BUYERS of properties at an unfinished development in Paphos are appealing to the authorities to step in and find a way to reach a solution which will allow them to retain and complete their homes after the developer went bust and is believed to have fled to the UK.
However, the future looks bleak, as the company – MDB properties – is now in provisional liquidation.
Buyers at the mis-named Paradise Hills estate in Marathounda are desperate to save their homes. They told the Sunday Mail that they hoped the Bank of Cyprus (BoC) the holders of the company’s loans, would communicate with them and lift the lien, which they say has been placed on the development by the bank at the land registry.
However, BoC spokesman Costas Archimandrites said that there was nothing the bank could do, as legally, all communication in such cases, must be made through the company’s administrators or liquidators.
The Cyprus Mail first covered the owners’ plight four years ago and it was subsequently filmed for a UK TV show – ITV’s Holiday Homes from Hell. [See below].
One of the site’s few residents, Lance Hames, said that since then buyers have remained in a state of limbo.
Lance and Tracey Hames sank all of their money into their ‘dream home’ and paid the equivalent of around €240,000 for their villa. MDB Properties Limited was dissolved in 2009. The couple paid their last instalment just a few months before MDB went into administration.
Hames said the levels of stress which buyers have been forced to face along with shattered dreams and an effective loss of huge amounts of cash has had a profound and negative impact on everyone.
“This is a ridiculous situation and we just want a solution; we need the bank to negotiate. Everything I have is invested here and the problems are always at the back of our minds. Two or three families have already broken up because of the strain. It’s putting a tremendous financial hardship on everyone.”
Owners at Paradise Hills waited for almost two years for MDB’s then administrator – One World – to come up with a rescue plan which included property owners coughing up on average an extra €10,000 each to finish the site, but they were subsequently informed that the bank has decided not to go ahead with the deal. One World informed the Cyprus Mail that it has since withdrawn itself.
A spokesman for the bankruptcies and liquidations section at the Registrar of Companies confirmed that they were the provisional liquidator for MDB developers.
He said: “An official liquidator will have to be appointed, this will probably be a private company and will take some time as it’s a complicated case.”
He noted that a meeting of creditors and shareholders must be held first, which could take as long as the beginning of 2015 to occur. “It will be down to the bank to decide how much they need for the loans and all the owners can do is wait,” he said.
Hames said leaving buyers in limbo was illogical and that the best solution for everyone would be for the bank to release the charges and let them get on with finishing the site.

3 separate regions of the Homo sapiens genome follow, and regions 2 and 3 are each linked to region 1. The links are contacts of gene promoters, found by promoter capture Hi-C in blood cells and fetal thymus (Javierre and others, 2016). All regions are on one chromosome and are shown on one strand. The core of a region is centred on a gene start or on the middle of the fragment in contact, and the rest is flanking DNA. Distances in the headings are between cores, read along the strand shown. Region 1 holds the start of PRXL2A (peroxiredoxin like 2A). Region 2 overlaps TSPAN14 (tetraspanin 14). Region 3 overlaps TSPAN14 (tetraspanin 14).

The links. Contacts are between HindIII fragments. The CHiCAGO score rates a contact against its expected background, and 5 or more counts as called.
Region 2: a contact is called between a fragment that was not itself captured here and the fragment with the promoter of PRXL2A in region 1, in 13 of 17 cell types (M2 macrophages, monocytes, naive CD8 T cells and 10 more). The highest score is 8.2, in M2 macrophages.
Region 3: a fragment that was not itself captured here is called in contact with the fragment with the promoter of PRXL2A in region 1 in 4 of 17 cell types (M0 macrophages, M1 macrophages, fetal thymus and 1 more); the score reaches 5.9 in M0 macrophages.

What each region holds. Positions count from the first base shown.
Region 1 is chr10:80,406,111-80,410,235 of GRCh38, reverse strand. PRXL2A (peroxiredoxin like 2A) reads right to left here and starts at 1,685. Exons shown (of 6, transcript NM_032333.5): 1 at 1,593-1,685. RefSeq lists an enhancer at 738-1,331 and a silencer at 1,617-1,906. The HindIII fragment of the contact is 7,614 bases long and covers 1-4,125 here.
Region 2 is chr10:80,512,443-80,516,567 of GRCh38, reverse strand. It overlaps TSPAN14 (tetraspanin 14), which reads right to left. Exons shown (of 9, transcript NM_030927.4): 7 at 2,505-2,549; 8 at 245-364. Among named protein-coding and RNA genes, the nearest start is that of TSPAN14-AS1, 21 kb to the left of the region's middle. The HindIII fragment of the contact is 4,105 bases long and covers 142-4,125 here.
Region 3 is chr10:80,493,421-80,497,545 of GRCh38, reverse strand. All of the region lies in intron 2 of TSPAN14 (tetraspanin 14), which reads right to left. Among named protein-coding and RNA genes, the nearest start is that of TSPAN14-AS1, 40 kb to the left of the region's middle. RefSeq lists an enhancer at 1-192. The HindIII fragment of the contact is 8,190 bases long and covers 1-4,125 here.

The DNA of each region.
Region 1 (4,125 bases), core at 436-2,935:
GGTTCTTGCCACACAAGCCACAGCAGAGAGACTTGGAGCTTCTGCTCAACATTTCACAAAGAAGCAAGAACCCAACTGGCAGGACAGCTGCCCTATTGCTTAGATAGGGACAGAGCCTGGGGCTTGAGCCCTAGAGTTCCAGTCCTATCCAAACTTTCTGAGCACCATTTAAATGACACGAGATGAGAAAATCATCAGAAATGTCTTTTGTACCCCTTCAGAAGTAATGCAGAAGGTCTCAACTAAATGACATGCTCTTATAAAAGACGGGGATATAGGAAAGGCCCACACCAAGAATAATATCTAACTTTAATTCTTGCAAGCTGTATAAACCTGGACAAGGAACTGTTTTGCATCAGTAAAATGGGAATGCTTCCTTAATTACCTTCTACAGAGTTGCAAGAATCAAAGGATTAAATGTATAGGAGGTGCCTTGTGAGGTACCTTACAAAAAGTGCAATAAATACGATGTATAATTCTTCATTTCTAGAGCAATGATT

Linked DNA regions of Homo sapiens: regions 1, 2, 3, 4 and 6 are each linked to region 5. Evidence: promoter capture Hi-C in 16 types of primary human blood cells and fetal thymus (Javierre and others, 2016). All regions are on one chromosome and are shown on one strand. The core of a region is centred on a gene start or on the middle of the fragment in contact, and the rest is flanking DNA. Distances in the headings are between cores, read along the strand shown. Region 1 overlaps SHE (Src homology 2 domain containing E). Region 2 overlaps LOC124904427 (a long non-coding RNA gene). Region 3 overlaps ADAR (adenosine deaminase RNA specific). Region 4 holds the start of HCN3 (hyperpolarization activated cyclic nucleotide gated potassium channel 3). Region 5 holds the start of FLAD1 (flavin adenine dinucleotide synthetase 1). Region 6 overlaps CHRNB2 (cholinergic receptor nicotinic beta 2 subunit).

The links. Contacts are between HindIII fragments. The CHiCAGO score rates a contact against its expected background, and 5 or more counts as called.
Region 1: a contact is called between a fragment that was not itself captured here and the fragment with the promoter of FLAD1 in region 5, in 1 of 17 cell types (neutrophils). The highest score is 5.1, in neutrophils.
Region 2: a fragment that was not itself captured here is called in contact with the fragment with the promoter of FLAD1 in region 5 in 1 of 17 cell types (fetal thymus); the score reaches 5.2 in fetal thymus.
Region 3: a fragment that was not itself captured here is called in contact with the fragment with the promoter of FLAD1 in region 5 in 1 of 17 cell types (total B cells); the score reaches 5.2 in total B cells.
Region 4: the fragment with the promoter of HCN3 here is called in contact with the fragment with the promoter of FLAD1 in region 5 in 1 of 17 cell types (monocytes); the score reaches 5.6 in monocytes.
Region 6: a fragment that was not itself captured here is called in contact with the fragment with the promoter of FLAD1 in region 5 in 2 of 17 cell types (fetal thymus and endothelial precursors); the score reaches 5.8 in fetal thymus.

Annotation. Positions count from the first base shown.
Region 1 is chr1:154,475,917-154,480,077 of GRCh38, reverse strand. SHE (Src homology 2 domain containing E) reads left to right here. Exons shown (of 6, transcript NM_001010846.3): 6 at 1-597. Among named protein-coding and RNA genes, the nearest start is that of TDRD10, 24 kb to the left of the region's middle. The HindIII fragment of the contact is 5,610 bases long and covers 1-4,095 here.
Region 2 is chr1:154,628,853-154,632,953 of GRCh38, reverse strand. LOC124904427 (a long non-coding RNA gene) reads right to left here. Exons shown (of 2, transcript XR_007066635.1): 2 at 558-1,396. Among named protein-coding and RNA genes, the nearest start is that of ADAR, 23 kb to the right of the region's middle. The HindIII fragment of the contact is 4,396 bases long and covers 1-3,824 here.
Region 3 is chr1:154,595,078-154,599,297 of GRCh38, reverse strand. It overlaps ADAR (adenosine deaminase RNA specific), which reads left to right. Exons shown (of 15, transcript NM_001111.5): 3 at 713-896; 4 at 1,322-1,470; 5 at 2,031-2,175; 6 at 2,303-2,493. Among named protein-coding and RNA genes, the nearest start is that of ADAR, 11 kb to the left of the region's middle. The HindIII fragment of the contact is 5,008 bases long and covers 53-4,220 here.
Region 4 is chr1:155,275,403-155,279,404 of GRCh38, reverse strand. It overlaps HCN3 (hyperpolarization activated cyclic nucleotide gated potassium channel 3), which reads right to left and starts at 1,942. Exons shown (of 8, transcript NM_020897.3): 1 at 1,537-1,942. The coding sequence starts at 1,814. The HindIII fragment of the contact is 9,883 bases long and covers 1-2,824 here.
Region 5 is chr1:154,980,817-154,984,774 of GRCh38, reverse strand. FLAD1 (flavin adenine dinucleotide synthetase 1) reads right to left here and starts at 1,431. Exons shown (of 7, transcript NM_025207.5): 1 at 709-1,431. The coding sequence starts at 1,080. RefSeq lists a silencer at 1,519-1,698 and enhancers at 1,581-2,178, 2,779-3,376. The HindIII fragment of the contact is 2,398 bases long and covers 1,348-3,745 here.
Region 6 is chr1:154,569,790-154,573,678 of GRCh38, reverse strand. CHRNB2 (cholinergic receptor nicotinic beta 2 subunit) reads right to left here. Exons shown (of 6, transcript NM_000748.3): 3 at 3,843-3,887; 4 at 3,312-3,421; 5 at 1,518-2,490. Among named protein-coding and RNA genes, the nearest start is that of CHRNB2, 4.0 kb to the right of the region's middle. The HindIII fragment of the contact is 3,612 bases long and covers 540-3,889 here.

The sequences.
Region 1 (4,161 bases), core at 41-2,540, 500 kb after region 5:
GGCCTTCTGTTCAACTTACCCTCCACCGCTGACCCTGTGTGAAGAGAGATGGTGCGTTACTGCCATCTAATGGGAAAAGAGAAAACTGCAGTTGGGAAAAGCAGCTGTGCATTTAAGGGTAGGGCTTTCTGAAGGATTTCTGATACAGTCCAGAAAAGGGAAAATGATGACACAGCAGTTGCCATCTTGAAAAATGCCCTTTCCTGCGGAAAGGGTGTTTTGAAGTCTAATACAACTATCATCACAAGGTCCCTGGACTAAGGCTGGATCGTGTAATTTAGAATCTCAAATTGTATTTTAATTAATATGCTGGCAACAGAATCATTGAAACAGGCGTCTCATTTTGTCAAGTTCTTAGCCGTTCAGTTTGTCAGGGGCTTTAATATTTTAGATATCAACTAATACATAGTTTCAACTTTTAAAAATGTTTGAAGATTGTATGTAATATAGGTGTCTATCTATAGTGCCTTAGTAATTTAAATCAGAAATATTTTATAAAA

“There are two non performing toxic loans and the developer has gone bust, the current impasse doesn’t make sense,” he said.
Although 33 of the 46 or so units have been sold, only three are now permanently occupied, according to 77-year-old resident John Rowles. The ex-British Army serviceman, who once served in Cyprus, is the only resident in his block of flats and the lower part of the development.
“Some people have had enough and walked away. The prospect of getting our title deeds seems even further away.
Even though I love Cyprus and I love living here as it’s bright and I have wonderful views of the countryside, the development needs an enormous amount of work to put things right,” he said.
“I’m from a generation that was brought up to make the most of a bad situation and that’s what I’m trying to do. I have a roof over my head, but we have been well and truly shafted.”
Rowles paid the equivalent of around €90,000 for his apartment in 2006.
“I can’t see how this can be resolved. This wasn’t the way I imagined myself living when I retired,” he added.
The ghostlike estate is deteriorating badly in many parts, with staircases collapsing and dozens of properties lying empty.
Last October, the BoC petitioned a bankruptcy order which was issued against company director Martin Dean Bissenden, which was made at Canterbury Crown Court in Kent. This followed a statutory demand made by the bank on Biessenden for £2.4m in October 2012.
Hames said he is angered by the situation and believes both the BoC and government legislation is preventing him and others from selling his own property – through no fault of his own – and says they have all been badly let down.
“We are stranded and trapped in a nightmare which was once a dream. The bank should never have given these loans out. The surety of only eight properties isn’t enough to cover it. The rest were already been bought and paid for.”
Hames says that although he tries to maintain the estate as best he can, it’s an uphill struggle. The entrance road was recently concreted, at a cost of €2,000. This was paid for by a number of the owners. Overgrown weeds were also cleared at their expense.
The disgruntled buyer said that he understands that an alternative outcome could see the bank attempt to auction the project off to a developer as they own the land, but as the buyers own most of the properties, the developer would have to reimburse them with the entire amount they paid for their homes.
“All the properties would be able to claim and it would be very expensive, no one in their right mind is going to do that,” he said.